Since its announcement, the Steam Deck has certainly been a hot topic of discussion, more so than Valve anticipated if current reservations are anything to go by.
Where folk reserved the console were previously getting a three-month window in which to expect delivery of the highly anticipated handheld system, PC Gamer noticed that new reservations for the smaller 64GB and middling 256GB models now simply list 'after Q2 2022' as an order availability estimate.
If you opt for the larger 512GB SSD model then the date is now listed as Q2 2022 at the time of writing rather than the previous 'Q3 2022', though it's worth noting that the dates are listed as expected availability windows rather than a predicted fulfillment date, meaning you might not get your Steam Deck in the timeframe you're expecting.
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The broadness of 'after Q2 2022' is vague, but unsurprising. This could just mean that there is some uncertainly regarding orders will be ready for Q3 or Q4 of 2022, and it would make sense that Valve doesn't want to make fulfillment promises it can't keep in the ongoing component shortages, but until we get further confirmation it's better to simply not expect anything for the foreseeable future.
The handheld PC will be utilizing a new AMD APU (Team Red's term for a GPU/CPU combination) that should allegedly see similar performance to Ryzen 3000-series desktop processors and powerful Radeon RX 6000-series graphics, as well as LPDDR5 RAM, a speedy memory type typically used in high-end smartphones like the Samsung Galaxy S20 series.
This is a lot of in-demand tech, and Valve can't just magic these components out of thin air – its supplier TSMC also has to provide chips for other market giants such as AMD CPUs and graphics cards, and consoles like the Sony's PS5 and Microsoft's Xbox Series X/S. In short, there's a long line of other companies already in the queue and Valve will simply have to wait its turn.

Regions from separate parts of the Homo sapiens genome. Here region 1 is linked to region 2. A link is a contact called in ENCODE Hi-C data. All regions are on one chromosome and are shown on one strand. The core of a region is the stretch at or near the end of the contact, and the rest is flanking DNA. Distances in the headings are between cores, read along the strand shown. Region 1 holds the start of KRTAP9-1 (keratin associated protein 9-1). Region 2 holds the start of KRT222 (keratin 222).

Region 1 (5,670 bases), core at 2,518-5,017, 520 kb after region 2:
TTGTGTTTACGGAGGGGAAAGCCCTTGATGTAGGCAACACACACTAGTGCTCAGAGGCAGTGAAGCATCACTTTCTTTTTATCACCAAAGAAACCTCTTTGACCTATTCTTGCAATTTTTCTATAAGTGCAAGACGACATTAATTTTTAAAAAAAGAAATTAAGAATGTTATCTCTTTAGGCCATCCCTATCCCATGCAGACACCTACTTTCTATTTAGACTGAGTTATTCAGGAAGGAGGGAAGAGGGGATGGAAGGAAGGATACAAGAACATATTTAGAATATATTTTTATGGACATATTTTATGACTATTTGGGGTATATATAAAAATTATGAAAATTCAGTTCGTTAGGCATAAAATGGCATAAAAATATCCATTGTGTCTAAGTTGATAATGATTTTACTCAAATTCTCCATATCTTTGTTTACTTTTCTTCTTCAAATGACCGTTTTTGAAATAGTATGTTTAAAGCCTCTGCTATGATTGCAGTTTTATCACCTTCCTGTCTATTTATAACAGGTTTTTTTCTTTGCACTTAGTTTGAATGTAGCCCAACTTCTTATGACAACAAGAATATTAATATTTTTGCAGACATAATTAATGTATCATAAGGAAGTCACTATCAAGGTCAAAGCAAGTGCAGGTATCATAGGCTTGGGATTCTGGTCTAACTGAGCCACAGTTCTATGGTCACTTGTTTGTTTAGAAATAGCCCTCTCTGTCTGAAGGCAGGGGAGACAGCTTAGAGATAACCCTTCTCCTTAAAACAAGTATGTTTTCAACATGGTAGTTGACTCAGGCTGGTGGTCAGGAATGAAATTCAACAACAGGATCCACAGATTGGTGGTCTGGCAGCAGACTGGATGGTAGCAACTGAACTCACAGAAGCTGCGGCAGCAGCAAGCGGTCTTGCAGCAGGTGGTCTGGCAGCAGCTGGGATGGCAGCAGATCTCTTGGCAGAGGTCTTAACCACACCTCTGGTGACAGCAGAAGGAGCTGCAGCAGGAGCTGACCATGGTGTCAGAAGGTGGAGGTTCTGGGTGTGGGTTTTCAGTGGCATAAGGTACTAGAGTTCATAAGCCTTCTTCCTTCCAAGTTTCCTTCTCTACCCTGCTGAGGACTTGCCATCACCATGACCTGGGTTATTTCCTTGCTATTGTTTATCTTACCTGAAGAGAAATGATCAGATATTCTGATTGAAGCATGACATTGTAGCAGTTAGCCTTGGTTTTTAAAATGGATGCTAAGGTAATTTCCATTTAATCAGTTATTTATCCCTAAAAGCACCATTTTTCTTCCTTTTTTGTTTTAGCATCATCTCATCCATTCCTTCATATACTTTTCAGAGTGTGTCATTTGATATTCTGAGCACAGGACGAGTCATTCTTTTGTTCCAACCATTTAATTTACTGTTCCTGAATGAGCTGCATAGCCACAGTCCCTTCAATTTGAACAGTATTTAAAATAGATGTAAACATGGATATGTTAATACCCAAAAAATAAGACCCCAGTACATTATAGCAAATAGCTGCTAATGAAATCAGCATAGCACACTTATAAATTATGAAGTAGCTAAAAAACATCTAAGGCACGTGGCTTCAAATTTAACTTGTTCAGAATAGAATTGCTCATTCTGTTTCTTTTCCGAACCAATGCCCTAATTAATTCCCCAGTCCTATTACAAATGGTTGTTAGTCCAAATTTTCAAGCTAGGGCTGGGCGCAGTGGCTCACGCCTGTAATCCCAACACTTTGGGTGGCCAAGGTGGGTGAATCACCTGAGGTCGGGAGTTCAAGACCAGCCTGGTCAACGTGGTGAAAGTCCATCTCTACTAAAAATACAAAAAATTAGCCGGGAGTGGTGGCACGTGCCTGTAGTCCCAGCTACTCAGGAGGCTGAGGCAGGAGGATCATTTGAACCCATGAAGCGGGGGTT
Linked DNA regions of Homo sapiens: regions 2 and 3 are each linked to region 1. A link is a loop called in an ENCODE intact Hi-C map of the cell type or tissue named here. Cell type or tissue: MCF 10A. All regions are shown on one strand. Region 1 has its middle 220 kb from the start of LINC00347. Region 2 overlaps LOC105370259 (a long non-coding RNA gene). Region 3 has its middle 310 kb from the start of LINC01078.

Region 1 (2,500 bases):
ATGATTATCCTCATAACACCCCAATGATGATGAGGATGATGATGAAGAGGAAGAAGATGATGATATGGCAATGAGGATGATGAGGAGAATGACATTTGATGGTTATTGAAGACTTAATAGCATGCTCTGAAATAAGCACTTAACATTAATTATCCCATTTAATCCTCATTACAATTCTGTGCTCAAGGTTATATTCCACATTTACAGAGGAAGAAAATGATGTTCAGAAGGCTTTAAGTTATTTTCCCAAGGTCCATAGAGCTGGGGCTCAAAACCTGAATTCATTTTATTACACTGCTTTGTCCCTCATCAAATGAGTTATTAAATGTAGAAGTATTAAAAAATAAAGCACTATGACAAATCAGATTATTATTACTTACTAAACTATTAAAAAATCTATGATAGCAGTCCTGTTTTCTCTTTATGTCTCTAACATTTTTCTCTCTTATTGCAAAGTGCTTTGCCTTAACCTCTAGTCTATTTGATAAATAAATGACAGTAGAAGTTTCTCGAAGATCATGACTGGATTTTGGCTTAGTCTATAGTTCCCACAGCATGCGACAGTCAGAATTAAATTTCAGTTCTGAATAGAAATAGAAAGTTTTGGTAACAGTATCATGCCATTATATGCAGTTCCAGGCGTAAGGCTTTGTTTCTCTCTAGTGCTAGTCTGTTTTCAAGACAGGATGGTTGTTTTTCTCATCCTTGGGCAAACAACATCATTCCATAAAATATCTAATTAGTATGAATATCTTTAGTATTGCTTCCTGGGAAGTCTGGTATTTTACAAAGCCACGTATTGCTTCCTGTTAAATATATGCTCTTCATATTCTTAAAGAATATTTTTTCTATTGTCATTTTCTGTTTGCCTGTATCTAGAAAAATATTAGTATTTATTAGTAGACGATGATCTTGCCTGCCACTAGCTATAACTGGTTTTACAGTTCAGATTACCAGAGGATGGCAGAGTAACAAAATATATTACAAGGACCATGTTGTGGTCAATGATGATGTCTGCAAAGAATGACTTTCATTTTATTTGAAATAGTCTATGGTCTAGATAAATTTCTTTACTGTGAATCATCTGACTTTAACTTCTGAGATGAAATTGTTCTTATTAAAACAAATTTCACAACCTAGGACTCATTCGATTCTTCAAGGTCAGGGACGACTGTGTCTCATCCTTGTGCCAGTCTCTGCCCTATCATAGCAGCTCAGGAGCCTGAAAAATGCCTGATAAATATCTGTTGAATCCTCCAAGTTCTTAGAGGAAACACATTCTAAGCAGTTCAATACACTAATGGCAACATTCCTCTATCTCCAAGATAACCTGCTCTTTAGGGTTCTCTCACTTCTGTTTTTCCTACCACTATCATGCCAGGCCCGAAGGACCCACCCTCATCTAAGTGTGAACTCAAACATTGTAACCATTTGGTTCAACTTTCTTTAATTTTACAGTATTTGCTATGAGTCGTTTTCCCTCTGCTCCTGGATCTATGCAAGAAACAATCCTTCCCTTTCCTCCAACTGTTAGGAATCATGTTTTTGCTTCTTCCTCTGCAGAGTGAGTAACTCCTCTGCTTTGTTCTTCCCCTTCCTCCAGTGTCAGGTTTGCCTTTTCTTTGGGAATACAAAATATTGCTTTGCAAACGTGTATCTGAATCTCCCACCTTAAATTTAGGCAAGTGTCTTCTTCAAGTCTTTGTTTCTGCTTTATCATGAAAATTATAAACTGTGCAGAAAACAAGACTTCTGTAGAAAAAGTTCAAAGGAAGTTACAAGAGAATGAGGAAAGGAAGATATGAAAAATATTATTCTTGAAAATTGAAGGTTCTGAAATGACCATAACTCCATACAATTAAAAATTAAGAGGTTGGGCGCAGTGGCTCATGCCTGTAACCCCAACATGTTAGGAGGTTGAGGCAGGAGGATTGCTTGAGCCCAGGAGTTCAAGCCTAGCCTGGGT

Analysis: keep your expectations in check
The ongoing chip shortage isn't going to vanish overnight, so this is something we're going to live with for a while. The high demand for this tech isn't surprising given that even cars and kitchen appliances now sometimes use computing technology so almost every corner of the market is crying out for components.
This does make estimated fulfilment dates difficult to rely on, given the high risk of them being pushed back. While Valve's washy dates may feel frustrating if you're especially excited to get your hands on a Steam Deck, it's absolutely the right approach. Keep things vague and avoid making any promises you can't keep.
The Steam Deck launch isn't too dissimilar to how a crowdfunding campaign operates, and anyone who has helped fund a project on Kickstarter will have likely experienced delays and late shipment dates because the system for these launches is a careful balancing act. If a single manufacturer can't fulfil an order, or a key piece of machinery breaks down then the entire operation needs to be reshuffled and dates need to be pushed.
The alternative is that Valve sticks to a rigid date and risks providing a subpar product due to cutting corners to hit targets. We'd certainly rather wait a little longer and get a great piece of tech rather than a disappointing result.
While we hope that 'after Q2 2022' is sooner rather than later, there's every possibility that some of us won't hold our Steam Deck until much later than that, but that's just the nature of the beast. Valve appears to be a victim of its own success on this, but if you're looking to reserve one for yourself now then be prepared to wait – Valve is as much at the mercy of component shortages and post-Covid working environments as the rest of us.
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Jess is a former TechRadar Computing writer, where she covered all aspects of Mac and PC hardware, including PC gaming and peripherals. She has been interviewed as an industry expert for the BBC, and while her educational background was in prosthetics and model-making, her true love is in tech and she has built numerous desktop computers over the last 10 years for gaming and content creation. Jess is now a journalist at The Verge.